-Like the last person said now that class sizes are getting bigger it's more difficult to do school sanctioned rotations because they have to arrange to get everyone there and if you want to have a meaningful rotation you don't want to be with 10 other students. If I could change anything I would like to see more buses so that more students can get to the hospital and more preceptors being used so that the student groups don't have to be quite as large.

    How is St. Vincent as an Island? Do you like it? Are the people nice? Is it safe How expensive are groceries?
    -I loved St. Vincent. The climate was right up my alley. You're outside a lot whether it be studying outside, working out, playing sports, or something else. The ocean is within walking distance of most of the apartment complexes (I'm pretty sure). The people are extremely friendly and very rarely did I feel like I was in danger. Of course there are dangerous places on the island so part of feeling safe is avoiding those places and situations. Locals are always looking to strike up conversations and meet the "docs" that come and study there and if something like a ride is needed they, in my experience, were always willing to help.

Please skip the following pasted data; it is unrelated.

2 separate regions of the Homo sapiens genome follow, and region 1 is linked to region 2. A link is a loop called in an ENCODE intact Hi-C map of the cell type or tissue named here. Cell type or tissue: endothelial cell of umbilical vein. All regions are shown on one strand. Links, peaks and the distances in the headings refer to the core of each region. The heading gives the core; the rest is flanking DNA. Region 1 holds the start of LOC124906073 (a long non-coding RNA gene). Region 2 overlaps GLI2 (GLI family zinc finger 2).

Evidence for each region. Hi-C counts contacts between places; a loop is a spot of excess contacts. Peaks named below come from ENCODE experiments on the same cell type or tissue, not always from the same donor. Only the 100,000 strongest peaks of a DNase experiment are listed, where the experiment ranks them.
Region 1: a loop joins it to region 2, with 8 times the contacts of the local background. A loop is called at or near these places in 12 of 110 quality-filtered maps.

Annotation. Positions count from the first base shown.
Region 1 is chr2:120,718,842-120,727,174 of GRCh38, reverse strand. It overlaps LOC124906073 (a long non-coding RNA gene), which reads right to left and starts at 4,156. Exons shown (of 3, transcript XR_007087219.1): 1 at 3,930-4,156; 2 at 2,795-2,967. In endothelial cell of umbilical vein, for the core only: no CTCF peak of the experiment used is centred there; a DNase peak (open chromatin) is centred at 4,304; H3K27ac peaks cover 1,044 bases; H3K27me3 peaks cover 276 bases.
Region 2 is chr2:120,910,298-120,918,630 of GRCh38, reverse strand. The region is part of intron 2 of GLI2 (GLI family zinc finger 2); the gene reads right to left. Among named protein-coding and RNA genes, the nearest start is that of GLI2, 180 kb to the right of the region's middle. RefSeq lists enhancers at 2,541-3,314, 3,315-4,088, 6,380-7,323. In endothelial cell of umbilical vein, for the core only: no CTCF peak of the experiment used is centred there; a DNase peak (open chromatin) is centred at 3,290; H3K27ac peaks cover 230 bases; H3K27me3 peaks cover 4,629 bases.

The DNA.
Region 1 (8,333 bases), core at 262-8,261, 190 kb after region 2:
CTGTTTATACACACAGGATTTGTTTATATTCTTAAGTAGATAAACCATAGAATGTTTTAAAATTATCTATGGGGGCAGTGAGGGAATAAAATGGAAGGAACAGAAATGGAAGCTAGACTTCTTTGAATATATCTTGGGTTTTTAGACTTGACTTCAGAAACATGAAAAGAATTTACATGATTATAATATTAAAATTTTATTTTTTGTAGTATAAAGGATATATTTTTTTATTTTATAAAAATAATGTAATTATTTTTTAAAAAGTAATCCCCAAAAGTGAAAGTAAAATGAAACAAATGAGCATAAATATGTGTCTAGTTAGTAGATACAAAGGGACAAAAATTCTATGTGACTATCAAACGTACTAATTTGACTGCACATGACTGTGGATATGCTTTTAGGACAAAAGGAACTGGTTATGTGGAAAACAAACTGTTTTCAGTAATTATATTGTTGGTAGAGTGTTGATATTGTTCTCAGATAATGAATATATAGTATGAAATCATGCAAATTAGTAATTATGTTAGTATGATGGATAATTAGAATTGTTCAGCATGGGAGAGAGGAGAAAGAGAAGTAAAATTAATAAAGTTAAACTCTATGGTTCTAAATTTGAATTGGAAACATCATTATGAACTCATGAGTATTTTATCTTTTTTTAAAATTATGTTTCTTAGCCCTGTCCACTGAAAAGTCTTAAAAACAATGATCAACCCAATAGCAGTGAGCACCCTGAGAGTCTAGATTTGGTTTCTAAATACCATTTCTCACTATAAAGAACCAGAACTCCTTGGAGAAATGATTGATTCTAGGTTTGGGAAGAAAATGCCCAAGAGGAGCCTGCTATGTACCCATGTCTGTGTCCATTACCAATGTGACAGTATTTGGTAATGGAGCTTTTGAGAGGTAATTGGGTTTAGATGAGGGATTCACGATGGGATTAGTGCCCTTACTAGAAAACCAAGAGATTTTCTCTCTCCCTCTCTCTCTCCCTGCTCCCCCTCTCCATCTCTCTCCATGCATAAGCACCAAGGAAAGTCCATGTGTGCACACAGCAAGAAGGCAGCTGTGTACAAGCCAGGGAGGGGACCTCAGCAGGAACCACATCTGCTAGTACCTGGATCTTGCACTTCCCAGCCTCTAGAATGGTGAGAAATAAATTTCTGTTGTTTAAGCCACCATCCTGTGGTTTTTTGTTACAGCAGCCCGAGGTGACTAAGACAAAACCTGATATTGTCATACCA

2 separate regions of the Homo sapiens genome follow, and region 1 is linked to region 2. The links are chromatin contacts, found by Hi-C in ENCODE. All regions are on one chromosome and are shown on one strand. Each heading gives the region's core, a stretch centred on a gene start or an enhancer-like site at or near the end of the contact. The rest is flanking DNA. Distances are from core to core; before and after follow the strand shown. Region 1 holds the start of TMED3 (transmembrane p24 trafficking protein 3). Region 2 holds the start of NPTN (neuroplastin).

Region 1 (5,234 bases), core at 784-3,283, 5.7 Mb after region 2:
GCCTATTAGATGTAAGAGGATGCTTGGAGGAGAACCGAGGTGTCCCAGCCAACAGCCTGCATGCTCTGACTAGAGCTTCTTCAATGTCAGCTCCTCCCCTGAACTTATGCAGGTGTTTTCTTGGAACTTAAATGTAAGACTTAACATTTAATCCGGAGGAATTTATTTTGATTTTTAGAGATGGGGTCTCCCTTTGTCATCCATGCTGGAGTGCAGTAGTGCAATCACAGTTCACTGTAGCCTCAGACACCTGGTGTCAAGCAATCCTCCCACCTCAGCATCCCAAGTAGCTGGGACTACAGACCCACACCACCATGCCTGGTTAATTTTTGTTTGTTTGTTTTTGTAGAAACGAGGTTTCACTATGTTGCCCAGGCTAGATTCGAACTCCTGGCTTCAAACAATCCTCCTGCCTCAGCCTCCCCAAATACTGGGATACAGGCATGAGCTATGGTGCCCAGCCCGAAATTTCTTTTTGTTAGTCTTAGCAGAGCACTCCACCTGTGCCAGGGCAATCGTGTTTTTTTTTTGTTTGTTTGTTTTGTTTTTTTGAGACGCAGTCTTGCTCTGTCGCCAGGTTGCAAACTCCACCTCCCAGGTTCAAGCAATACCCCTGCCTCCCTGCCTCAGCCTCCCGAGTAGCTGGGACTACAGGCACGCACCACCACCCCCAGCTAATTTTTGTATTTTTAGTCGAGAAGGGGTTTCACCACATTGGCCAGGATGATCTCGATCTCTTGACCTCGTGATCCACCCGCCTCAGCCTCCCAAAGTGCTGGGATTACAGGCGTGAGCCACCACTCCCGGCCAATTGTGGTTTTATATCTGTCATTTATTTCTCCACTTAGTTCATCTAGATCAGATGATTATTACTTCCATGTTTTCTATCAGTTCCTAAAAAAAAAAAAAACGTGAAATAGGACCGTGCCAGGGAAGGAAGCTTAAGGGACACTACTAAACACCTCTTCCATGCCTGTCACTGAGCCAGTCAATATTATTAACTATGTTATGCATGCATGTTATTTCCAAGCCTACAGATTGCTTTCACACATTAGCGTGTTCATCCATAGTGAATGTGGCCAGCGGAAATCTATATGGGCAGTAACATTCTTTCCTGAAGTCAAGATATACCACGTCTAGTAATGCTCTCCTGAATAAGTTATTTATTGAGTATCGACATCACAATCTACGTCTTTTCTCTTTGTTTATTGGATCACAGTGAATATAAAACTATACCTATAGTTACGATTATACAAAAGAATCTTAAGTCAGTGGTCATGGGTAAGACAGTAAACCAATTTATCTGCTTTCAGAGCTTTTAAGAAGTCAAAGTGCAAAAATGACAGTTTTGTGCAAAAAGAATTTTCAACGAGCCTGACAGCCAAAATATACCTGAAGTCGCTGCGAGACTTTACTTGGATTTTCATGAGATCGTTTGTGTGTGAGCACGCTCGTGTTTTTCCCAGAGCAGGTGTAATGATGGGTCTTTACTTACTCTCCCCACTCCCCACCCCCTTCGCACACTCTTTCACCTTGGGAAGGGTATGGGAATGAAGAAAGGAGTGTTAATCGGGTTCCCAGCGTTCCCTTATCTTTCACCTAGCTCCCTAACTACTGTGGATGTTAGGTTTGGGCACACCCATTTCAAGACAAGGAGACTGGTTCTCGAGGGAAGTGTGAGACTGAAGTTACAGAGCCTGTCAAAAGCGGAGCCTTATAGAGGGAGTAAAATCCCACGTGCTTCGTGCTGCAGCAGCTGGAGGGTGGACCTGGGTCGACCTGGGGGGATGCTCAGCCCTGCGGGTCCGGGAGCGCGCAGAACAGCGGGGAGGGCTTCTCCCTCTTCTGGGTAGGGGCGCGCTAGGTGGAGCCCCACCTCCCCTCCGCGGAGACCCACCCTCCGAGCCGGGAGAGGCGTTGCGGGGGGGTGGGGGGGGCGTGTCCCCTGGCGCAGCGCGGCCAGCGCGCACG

How are the teaching facilities? Are there adequate resources (eg. cadaver to student ratio)?
    -Teaching facilities are a little bit trickier now that class sizes are larger because one of the former classrooms can't accomodate the new size classes. It turns into a little bit of a juggling act trying to get all 5 terms into all of their classes when there are four reasonably sized classrooms. I only had to deal with this issue for one term and it didn't affect me much. Some of the other students might have had more issues with it than me. The resources issue I think I dealt with in one of the earlier questions.

    How are the professors in general? (Please be honest about this)